Global warming now responsible for a third of heat-related deaths

Between 1991 and 2018, more than a third of all deaths in which heat played a role were attributable to human-induced global warming, according to a new article in Nature Climate Change.

The study, the largest of its kind, was led by the London School of Hygiene & Tropical Medicine and the University of Bern within the Multi-Country Multi-City Collaborative Research Network. Using data from 732 locations in 43 countries around the world it shows for the first time the actual contribution of man-made climate change in increasing mortality risks due to heat.

Overall, the estimates show that 37% of all heat-related deaths in the recent summer periods were attributable to the warming of the planet due to anthropogenic activities. This percentage of heat-related deaths attributed to human-induced climate change was highest in Central and South America…and South-East Asia…

RTFA. Keep up with it, folks. The political struggle to fight this ever-expanding disaster requires information, knowledge.

Antarctic ice sheet retreat may further accelerate melting


Svein Østerhus

The Antarctic ice sheet was even more unstable in the past than previously thought, and at times possibly came close to collapse, new research suggests.

The findings raise concerns that, in a warmer climate, exposing the land underneath the ice sheet as it retreats will increase rainfall on Antarctica, and this could trigger processes that accelerate further ice loss.

The research is based on climate modelling and data comparisons for the Middle Miocene (13-17 million years ago) when atmospheric carbon dioxide and global temperatures reached levels similar to those expected by the end of this century.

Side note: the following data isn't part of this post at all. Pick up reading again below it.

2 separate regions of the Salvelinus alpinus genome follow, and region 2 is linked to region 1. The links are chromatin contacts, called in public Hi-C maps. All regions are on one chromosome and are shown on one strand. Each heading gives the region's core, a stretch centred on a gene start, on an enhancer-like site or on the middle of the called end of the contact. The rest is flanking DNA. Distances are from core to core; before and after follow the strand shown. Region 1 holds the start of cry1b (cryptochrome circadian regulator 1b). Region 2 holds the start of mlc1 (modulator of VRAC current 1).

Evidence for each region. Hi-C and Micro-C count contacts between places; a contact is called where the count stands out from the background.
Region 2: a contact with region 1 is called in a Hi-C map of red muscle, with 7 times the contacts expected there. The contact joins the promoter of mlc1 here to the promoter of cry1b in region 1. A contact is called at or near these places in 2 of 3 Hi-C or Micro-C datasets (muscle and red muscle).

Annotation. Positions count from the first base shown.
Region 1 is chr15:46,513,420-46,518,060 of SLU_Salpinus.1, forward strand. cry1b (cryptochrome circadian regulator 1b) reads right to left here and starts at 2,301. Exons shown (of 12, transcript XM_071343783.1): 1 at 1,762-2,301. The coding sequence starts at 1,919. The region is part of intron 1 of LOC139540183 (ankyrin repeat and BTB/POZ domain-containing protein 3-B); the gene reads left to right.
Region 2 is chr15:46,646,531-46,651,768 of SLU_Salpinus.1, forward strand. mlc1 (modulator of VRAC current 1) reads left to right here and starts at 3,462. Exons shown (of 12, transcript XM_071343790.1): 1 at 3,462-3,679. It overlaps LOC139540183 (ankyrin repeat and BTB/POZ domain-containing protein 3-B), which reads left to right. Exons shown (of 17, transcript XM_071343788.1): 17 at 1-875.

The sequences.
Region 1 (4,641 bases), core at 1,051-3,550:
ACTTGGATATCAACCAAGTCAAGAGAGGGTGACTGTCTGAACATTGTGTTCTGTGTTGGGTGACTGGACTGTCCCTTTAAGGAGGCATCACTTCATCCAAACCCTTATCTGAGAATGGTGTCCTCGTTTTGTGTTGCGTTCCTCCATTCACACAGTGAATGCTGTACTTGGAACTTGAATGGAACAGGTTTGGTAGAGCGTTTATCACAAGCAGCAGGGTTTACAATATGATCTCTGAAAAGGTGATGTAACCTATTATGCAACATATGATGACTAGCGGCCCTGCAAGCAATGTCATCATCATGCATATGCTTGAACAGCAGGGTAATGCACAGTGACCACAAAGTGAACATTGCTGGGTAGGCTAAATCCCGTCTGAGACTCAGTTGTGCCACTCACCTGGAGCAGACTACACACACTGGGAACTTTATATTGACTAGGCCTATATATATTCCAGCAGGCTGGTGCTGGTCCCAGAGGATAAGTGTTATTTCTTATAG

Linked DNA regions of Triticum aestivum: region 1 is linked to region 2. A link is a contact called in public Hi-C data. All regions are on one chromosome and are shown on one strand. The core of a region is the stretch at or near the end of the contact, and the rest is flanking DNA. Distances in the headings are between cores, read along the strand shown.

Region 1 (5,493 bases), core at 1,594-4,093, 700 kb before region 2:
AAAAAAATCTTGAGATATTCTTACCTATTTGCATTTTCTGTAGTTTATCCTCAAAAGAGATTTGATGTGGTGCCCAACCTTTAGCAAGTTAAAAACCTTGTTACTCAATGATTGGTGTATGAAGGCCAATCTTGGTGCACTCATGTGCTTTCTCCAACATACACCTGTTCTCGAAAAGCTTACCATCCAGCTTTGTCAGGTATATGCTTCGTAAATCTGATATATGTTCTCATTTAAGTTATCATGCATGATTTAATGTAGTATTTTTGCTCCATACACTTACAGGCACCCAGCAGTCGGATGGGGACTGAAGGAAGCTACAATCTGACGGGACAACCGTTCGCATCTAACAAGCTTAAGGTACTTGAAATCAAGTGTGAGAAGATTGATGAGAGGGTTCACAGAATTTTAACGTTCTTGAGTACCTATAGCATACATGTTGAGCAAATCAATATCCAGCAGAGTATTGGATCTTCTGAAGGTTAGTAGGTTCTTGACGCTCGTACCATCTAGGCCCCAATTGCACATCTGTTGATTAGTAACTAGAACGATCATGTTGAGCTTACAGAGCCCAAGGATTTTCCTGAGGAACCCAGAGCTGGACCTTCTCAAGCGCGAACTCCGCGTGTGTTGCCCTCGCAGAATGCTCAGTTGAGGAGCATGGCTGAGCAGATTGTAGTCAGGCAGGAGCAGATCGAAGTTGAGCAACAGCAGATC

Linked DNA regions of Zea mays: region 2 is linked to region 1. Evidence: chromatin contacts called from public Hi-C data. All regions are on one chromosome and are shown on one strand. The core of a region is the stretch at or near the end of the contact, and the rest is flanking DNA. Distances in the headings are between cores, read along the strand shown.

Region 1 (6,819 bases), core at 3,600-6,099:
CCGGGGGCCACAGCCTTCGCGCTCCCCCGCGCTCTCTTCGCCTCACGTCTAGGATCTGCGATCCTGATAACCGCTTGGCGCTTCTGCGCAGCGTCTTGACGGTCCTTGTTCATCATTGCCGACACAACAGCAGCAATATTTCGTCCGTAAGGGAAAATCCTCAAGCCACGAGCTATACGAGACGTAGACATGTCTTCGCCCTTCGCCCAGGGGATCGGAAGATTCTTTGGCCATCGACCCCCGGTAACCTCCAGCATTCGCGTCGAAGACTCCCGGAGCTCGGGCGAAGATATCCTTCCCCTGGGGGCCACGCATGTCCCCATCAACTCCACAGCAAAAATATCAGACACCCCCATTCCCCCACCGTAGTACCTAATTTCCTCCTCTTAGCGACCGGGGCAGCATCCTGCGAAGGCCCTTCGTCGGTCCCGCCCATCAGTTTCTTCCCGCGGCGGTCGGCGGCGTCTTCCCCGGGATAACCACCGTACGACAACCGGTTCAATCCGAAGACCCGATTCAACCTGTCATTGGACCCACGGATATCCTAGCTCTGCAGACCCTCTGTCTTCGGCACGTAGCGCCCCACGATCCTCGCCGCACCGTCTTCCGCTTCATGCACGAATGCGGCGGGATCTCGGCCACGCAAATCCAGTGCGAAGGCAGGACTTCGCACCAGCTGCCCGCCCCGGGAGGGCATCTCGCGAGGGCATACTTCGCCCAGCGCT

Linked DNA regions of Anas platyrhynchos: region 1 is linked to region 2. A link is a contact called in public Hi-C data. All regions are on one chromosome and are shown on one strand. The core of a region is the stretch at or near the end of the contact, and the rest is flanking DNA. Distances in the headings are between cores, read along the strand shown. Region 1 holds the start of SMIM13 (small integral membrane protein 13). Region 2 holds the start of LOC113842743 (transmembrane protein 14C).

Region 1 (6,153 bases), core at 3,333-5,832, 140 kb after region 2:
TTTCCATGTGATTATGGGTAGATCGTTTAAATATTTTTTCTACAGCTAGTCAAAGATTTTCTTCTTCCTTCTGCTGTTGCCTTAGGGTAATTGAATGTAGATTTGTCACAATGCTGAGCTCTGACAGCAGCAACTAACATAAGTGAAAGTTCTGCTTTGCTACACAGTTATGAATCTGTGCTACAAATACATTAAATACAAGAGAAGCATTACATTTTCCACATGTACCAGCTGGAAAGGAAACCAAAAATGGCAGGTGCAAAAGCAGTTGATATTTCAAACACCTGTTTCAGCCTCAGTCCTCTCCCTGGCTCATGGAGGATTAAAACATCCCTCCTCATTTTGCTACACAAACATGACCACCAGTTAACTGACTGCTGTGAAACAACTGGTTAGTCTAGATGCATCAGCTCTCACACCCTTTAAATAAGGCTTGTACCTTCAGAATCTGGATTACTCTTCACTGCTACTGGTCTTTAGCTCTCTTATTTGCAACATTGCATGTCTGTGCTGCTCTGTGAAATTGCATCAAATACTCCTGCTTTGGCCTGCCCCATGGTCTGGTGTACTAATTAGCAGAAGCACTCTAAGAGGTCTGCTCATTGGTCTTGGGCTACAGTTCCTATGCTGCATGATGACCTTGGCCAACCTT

RTFA for an explanation of the several processes involved. And, this time, they may not be halted by natural circumstances; but, proceed steadily into further dramatic melting and sea level rise.

Globally, ice is melting at a record rate


Meltstream cuts through Greenland ice sheetIan Joughin

The rate of global ice loss is speeding up, according to new research. And the findings also reveal that the Earth lost 28 trillion tonnes of ice between 1994 and 2017 – equivalent to a sheet of ice 100 meters thick covering the whole of the UK…

The research team, led by the University of Leeds, found that the rate of ice loss from the Earth has increased markedly within the past three decades, from 0.8 trillion tons per year in the 1990s to 1.3 trillion tons per year by 2017.

Ice melt across the globe raises sea levels, increases the risk of flooding to coastal communities, and threatens to wipe out natural habitats which wildlife depend on.

From nation to nation, we confront a core problem reacting to this disaster-in-motion. How many governments have the good sense to pay attention to scientific study? How long will a global response take to roll forward at speed – if a significant number of politicians continue to stick to policies leaving real solutions in the hands of future generations. Essentially, continue to do little or nothing.

Hawks and hope


Ellis Juhlin

I am a graduate student in ecology studying the parasites of ferruginous hawk nestlings. I have worked studying birds and promoting their conservation since I graduated college in 2017. I watch the diversity of birds that migrates through Cache Valley, Utah, keeping my outdoor lights off to diminish the light pollution they struggle to navigate through. Birds are a great unifier, the most accessible wildlife we have. No matter where you are, you can almost always spot a bird nearby. But now, as someone who works with wildlife in the West, I am scared for my hawks, and the rest of the wildlife that calls this place home.

What I am observing in the lives of these birds, and experiencing in my own life, surpasses the emotionless term “climate change.”…In an online discussion in November between Terry Tempest Williams and Pam Houston, two authors I admire, the term “climate change” was not used. We were discussing Williams’ book, Erosion, where the changing climate is a central theme. However, these two authors referred only to climate collapse. The moment Houston said “climate collapse,” the buzzer in my head went off, as if we were in a game show. I immediately knew what she meant. I am living through a climate collapse.